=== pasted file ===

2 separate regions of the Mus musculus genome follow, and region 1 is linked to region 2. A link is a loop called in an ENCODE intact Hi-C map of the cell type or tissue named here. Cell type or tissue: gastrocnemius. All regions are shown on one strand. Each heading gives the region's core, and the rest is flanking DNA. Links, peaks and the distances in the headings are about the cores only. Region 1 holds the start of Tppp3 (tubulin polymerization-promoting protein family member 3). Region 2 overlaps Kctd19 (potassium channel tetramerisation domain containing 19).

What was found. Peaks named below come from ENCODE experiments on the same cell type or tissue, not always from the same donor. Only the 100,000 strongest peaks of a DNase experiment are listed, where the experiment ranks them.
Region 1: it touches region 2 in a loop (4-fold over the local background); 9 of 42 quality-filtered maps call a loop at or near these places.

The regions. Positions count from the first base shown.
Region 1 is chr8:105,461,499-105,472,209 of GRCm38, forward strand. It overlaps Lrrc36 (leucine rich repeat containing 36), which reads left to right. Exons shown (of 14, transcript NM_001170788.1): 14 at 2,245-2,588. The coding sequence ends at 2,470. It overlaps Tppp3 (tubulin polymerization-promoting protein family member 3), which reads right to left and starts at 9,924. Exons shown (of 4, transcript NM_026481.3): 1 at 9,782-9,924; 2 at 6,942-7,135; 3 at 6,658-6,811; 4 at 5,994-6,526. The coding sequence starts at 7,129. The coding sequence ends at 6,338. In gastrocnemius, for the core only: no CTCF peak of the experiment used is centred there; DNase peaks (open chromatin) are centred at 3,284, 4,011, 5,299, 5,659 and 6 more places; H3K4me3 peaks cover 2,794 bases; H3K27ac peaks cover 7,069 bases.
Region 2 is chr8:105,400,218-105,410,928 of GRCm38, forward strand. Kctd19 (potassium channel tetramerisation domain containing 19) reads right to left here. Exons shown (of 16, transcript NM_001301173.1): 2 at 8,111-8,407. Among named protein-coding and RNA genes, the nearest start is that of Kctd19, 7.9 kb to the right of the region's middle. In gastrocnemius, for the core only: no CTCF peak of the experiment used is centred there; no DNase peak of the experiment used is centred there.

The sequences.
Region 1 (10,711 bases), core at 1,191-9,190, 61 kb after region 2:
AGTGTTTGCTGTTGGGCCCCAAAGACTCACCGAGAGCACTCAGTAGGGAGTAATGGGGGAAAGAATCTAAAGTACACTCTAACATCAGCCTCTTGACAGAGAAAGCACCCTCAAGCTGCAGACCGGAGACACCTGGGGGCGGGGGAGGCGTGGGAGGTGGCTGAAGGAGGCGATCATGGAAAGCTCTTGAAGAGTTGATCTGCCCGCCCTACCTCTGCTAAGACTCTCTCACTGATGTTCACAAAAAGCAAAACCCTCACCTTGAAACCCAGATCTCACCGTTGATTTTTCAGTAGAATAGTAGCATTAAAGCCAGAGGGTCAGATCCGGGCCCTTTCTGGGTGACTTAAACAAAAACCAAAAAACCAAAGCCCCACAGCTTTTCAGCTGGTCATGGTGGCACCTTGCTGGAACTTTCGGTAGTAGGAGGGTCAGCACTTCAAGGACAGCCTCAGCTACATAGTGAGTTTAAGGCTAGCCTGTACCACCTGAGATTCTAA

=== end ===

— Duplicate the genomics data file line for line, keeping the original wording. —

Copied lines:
2 separate regions of the Mus musculus genome follow, and region 1 is linked to region 2. A link is a loop called in an ENCODE intact Hi-C map of the cell type or tissue named here. Cell type or tissue: gastrocnemius. All regions are shown on one strand. Each heading gives the region's core, and the rest is flanking DNA. Links, peaks and the distances in the headings are about the cores only. Region 1 holds the start of Tppp3 (tubulin polymerization-promoting protein family member 3). Region 2 overlaps Kctd19 (potassium channel tetramerisation domain containing 19).

What was found. Peaks named below come from ENCODE experiments on the same cell type or tissue, not always from the same donor. Only the 100,000 strongest peaks of a DNase experiment are listed, where the experiment ranks them.
Region 1: it touches region 2 in a loop (4-fold over the local background); 9 of 42 quality-filtered maps call a loop at or near these places.

The regions. Positions count from the first base shown.
Region 1 is chr8:105,461,499-105,472,209 of GRCm38, forward strand. It overlaps Lrrc36 (leucine rich repeat containing 36), which reads left to right. Exons shown (of 14, transcript NM_001170788.1): 14 at 2,245-2,588. The coding sequence ends at 2,470. It overlaps Tppp3 (tubulin polymerization-promoting protein family member 3), which reads right to left and starts at 9,924. Exons shown (of 4, transcript NM_026481.3): 1 at 9,782-9,924; 2 at 6,942-7,135; 3 at 6,658-6,811; 4 at 5,994-6,526. The coding sequence starts at 7,129. The coding sequence ends at 6,338. In gastrocnemius, for the core only: no CTCF peak of the experiment used is centred there; DNase peaks (open chromatin) are centred at 3,284, 4,011, 5,299, 5,659 and 6 more places; H3K4me3 peaks cover 2,794 bases; H3K27ac peaks cover 7,069 bases.
Region 2 is chr8:105,400,218-105,410,928 of GRCm38, forward strand. Kctd19 (potassium channel tetramerisation domain containing 19) reads right to left here. Exons shown (of 16, transcript NM_001301173.1): 2 at 8,111-8,407. Among named protein-coding and RNA genes, the nearest start is that of Kctd19, 7.9 kb to the right of the region's middle. In gastrocnemius, for the core only: no CTCF peak of the experiment used is centred there; no DNase peak of the experiment used is centred there.

The sequences.
Region 1 (10,711 bases), core at 1,191-9,190, 61 kb after region 2:
AGTGTTTGCTGTTGGGCCCCAAAGACTCACCGAGAGCACTCAGTAGGGAGTAATGGGGGAAAGAATCTAAAGTACACTCTAACATCAGCCTCTTGACAGAGAAAGCACCCTCAAGCTGCAGACCGGAGACACCTGGGGGCGGGGGAGGCGTGGGAGGTGGCTGAAGGAGGCGATCATGGAAAGCTCTTGAAGAGTTGATCTGCCCGCCCTACCTCTGCTAAGACTCTCTCACTGATGTTCACAAAAAGCAAAACCCTCACCTTGAAACCCAGATCTCACCGTTGATTTTTCAGTAGAATAGTAGCATTAAAGCCAGAGGGTCAGATCCGGGCCCTTTCTGGGTGACTTAAACAAAAACCAAAAAACCAAAGCCCCACAGCTTTTCAGCTGGTCATGGTGGCACCTTGCTGGAACTTTCGGTAGTAGGAGGGTCAGCACTTCAAGGACAGCCTCAGCTACATAGTGAGTTTAAGGCTAGCCTGTACCACCTGAGATTCTAA